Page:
Stacey Roberts, director of state and local tax, got an opportunity to ask Jamie Overberg some questions about the criteria for claiming research and development (R&D) credits. As a partner in TaxOps Minimization, Jamie Overberg focuses on research tax credits, primarily, and to a lesser degree, issues related to §382 and §263A. She completed research and development (R&D) credit studies for well over a decade at EY but made the move to TaxOps to be able to work hand-in-hand with businesses. Jamie shares some surprising considerations and questions to ask in determining whether a company is eligible. Read the summary or watch the interview.
There are several considerations and questions to ask in determining whether to pursue R&D credits. First, consider how many engineers and software developers the business has on its R&D team. In general, it takes a minimum of six engineers or software developers at a company to generate sufficient expenses – wages, salaries, outside contract and leased computer costs associated with R&D to generate a sufficient ROI on R&D credits.
Next, consider whether the R&D is improving a product or process. This is a necessary criteria for eligibility. And finally, consider whether your team could benefit from the cash flow and investment proceeds of federal and state R&D credits. Billions of dollars are distributed to both small and large companies, so filing a claim is worth a try.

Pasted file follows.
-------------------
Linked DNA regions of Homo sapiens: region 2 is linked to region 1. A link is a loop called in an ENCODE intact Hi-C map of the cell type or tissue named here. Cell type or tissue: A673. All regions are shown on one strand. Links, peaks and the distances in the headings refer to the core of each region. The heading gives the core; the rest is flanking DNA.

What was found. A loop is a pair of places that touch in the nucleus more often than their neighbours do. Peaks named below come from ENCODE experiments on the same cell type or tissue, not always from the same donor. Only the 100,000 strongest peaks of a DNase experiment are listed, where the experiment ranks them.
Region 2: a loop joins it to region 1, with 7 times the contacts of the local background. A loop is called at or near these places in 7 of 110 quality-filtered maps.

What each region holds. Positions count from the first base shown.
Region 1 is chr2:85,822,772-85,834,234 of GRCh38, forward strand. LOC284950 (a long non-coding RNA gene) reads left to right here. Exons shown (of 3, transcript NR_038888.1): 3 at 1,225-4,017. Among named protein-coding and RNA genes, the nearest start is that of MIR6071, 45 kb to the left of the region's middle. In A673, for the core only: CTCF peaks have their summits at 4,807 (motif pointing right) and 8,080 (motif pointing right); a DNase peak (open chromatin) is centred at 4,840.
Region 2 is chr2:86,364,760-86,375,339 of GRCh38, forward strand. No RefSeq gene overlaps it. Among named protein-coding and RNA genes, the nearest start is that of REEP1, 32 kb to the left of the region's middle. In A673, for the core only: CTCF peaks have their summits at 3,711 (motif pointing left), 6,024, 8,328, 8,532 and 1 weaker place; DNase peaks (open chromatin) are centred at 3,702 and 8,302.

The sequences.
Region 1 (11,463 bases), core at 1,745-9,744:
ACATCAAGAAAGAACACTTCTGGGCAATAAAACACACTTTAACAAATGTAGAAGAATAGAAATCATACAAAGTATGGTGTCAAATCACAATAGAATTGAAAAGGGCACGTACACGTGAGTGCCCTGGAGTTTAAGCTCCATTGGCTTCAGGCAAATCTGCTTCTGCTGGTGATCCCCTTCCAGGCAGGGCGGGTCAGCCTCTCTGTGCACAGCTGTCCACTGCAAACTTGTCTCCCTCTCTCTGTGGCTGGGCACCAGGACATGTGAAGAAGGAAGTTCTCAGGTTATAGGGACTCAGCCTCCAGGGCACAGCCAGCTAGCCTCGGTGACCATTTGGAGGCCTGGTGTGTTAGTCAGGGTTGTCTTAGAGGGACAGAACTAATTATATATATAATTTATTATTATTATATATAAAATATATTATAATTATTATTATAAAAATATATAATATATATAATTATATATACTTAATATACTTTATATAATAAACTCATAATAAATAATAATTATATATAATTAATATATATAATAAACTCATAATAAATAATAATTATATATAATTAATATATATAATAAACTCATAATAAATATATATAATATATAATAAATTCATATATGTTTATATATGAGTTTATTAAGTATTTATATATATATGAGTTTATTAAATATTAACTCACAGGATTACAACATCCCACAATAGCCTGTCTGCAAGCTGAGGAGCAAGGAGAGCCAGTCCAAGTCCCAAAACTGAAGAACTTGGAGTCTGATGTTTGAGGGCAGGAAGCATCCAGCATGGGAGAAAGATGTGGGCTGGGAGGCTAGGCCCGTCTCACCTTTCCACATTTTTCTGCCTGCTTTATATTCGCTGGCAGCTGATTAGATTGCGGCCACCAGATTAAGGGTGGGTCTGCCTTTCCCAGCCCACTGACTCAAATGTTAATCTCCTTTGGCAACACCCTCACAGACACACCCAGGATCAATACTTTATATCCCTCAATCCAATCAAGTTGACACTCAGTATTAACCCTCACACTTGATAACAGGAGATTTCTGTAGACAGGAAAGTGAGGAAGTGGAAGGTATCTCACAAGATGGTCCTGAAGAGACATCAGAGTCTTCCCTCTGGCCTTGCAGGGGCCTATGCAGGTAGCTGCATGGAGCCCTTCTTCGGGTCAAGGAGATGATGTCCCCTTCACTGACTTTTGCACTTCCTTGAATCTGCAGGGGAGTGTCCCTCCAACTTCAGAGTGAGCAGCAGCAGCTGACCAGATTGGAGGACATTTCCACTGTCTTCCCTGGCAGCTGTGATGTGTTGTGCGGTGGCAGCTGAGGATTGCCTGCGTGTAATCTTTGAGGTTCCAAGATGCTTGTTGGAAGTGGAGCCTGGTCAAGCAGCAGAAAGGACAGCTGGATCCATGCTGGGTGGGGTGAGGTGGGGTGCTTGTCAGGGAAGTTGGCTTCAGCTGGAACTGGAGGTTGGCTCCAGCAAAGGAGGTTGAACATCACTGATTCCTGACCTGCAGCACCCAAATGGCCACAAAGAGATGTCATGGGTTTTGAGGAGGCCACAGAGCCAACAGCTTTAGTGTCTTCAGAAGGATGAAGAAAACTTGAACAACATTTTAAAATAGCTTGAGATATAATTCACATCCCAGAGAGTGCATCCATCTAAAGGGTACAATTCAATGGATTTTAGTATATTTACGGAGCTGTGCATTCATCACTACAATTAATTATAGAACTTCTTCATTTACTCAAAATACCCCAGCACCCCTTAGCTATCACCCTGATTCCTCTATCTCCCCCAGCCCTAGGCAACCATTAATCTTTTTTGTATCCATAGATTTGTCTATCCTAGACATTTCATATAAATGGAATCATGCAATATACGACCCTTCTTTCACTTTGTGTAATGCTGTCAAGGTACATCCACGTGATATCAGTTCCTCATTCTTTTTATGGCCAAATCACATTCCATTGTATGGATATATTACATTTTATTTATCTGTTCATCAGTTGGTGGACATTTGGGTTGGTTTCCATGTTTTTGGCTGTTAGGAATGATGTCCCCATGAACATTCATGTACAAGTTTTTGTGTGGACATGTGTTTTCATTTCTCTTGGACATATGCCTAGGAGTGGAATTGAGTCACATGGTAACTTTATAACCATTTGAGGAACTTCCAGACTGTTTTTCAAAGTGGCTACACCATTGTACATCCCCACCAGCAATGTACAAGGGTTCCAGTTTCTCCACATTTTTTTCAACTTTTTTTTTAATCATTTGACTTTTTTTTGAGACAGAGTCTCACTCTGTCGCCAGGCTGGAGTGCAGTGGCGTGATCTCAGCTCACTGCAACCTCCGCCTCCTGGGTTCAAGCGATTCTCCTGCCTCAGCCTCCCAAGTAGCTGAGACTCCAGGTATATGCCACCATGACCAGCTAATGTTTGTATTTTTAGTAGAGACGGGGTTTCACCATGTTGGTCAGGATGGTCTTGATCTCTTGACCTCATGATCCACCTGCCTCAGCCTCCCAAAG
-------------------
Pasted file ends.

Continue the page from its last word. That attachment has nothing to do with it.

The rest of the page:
What’s the payoff
There are several ways to increase and improve your chances of getting a favorable decision on credit claims. First, keep design documents that demonstrate your product’s research. Second, be prepared to prove nexus between each associate development activities and the project.
A $1 million spend on research could gain a business a federal credit of $100,000. States, however, present a challenge. There are roughly 38 states that currently offer a credit but all with slightly different criteria and requirements. Capitalizing on state credits may require nuanced differences in each research filing by state.
Federally, a business is permitted to change computation methods. States, however, do not always offer all federal methods . TaxOps Minimization’s R&D team completes the credit under methods available to select which can offer the most credit.
Many businesses mistakenly think only larger corporations benefit from R&D credits. This is incorrect. Although large companies may receive a larger credit, small companies are eligible and can benefit more with federal and state credits combined.
In 2018, the IRS received $23 billion dollars of R&D credit claims. It’s a large amount provided only to companies that apply. So, reach out to Jamie Overberg at email@example.com for a quick cost/benefit analysis of R&D credits for your business or to SALTovation’s Stacey Roberts at firstname.lastname@example.org to join the conversation.
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